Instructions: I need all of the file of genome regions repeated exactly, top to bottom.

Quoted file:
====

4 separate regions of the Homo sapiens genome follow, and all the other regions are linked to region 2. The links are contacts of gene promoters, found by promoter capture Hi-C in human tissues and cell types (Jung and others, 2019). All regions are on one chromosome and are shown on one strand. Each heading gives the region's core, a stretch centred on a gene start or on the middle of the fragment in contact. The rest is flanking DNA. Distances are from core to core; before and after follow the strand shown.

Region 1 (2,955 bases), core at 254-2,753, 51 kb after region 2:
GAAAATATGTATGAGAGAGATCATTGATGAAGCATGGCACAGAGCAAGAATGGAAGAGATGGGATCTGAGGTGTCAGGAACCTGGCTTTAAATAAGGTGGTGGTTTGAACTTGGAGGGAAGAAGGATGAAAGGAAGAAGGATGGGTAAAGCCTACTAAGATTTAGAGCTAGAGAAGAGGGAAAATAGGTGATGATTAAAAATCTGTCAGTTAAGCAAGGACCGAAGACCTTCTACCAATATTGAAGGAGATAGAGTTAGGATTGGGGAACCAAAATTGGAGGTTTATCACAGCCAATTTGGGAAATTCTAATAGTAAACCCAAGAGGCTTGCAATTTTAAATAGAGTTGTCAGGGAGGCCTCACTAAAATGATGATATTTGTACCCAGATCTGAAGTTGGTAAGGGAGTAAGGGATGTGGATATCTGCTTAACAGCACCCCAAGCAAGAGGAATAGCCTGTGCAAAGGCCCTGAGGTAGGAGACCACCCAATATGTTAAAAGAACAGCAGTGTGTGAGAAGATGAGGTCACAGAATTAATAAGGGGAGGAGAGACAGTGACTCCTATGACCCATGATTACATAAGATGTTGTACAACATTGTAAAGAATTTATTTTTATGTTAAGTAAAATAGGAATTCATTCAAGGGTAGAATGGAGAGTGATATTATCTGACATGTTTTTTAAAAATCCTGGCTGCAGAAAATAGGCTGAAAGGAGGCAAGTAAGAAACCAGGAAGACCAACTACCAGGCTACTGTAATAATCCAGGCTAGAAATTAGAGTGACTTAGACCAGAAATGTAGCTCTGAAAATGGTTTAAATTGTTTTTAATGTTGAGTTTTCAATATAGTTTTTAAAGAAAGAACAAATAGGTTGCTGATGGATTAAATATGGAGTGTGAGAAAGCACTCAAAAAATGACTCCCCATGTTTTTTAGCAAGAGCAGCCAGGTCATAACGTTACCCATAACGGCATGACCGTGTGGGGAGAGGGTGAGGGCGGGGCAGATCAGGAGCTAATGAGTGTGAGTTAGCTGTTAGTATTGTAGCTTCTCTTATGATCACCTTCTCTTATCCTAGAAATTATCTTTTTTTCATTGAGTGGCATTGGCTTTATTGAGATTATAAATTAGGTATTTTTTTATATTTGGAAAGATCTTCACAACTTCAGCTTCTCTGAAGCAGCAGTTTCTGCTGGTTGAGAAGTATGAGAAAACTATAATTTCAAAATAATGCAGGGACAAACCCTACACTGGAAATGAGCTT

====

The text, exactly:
4 separate regions of the Homo sapiens genome follow, and all the other regions are linked to region 2. The links are contacts of gene promoters, found by promoter capture Hi-C in human tissues and cell types (Jung and others, 2019). All regions are on one chromosome and are shown on one strand. Each heading gives the region's core, a stretch centred on a gene start or on the middle of the fragment in contact. The rest is flanking DNA. Distances are from core to core; before and after follow the strand shown.

Region 1 (2,955 bases), core at 254-2,753, 51 kb after region 2:
GAAAATATGTATGAGAGAGATCATTGATGAAGCATGGCACAGAGCAAGAATGGAAGAGATGGGATCTGAGGTGTCAGGAACCTGGCTTTAAATAAGGTGGTGGTTTGAACTTGGAGGGAAGAAGGATGAAAGGAAGAAGGATGGGTAAAGCCTACTAAGATTTAGAGCTAGAGAAGAGGGAAAATAGGTGATGATTAAAAATCTGTCAGTTAAGCAAGGACCGAAGACCTTCTACCAATATTGAAGGAGATAGAGTTAGGATTGGGGAACCAAAATTGGAGGTTTATCACAGCCAATTTGGGAAATTCTAATAGTAAACCCAAGAGGCTTGCAATTTTAAATAGAGTTGTCAGGGAGGCCTCACTAAAATGATGATATTTGTACCCAGATCTGAAGTTGGTAAGGGAGTAAGGGATGTGGATATCTGCTTAACAGCACCCCAAGCAAGAGGAATAGCCTGTGCAAAGGCCCTGAGGTAGGAGACCACCCAATATGTTAAAAGAACAGCAGTGTGTGAGAAGATGAGGTCACAGAATTAATAAGGGGAGGAGAGACAGTGACTCCTATGACCCATGATTACATAAGATGTTGTACAACATTGTAAAGAATTTATTTTTATGTTAAGTAAAATAGGAATTCATTCAAGGGTAGAATGGAGAGTGATATTATCTGACATGTTTTTTAAAAATCCTGGCTGCAGAAAATAGGCTGAAAGGAGGCAAGTAAGAAACCAGGAAGACCAACTACCAGGCTACTGTAATAATCCAGGCTAGAAATTAGAGTGACTTAGACCAGAAATGTAGCTCTGAAAATGGTTTAAATTGTTTTTAATGTTGAGTTTTCAATATAGTTTTTAAAGAAAGAACAAATAGGTTGCTGATGGATTAAATATGGAGTGTGAGAAAGCACTCAAAAAATGACTCCCCATGTTTTTTAGCAAGAGCAGCCAGGTCATAACGTTACCCATAACGGCATGACCGTGTGGGGAGAGGGTGAGGGCGGGGCAGATCAGGAGCTAATGAGTGTGAGTTAGCTGTTAGTATTGTAGCTTCTCTTATGATCACCTTCTCTTATCCTAGAAATTATCTTTTTTTCATTGAGTGGCATTGGCTTTATTGAGATTATAAATTAGGTATTTTTTTATATTTGGAAAGATCTTCACAACTTCAGCTTCTCTGAAGCAGCAGTTTCTGCTGGTTGAGAAGTATGAGAAAACTATAATTTCAAAATAATGCAGGGACAAACCCTACACTGGAAATGAGCTT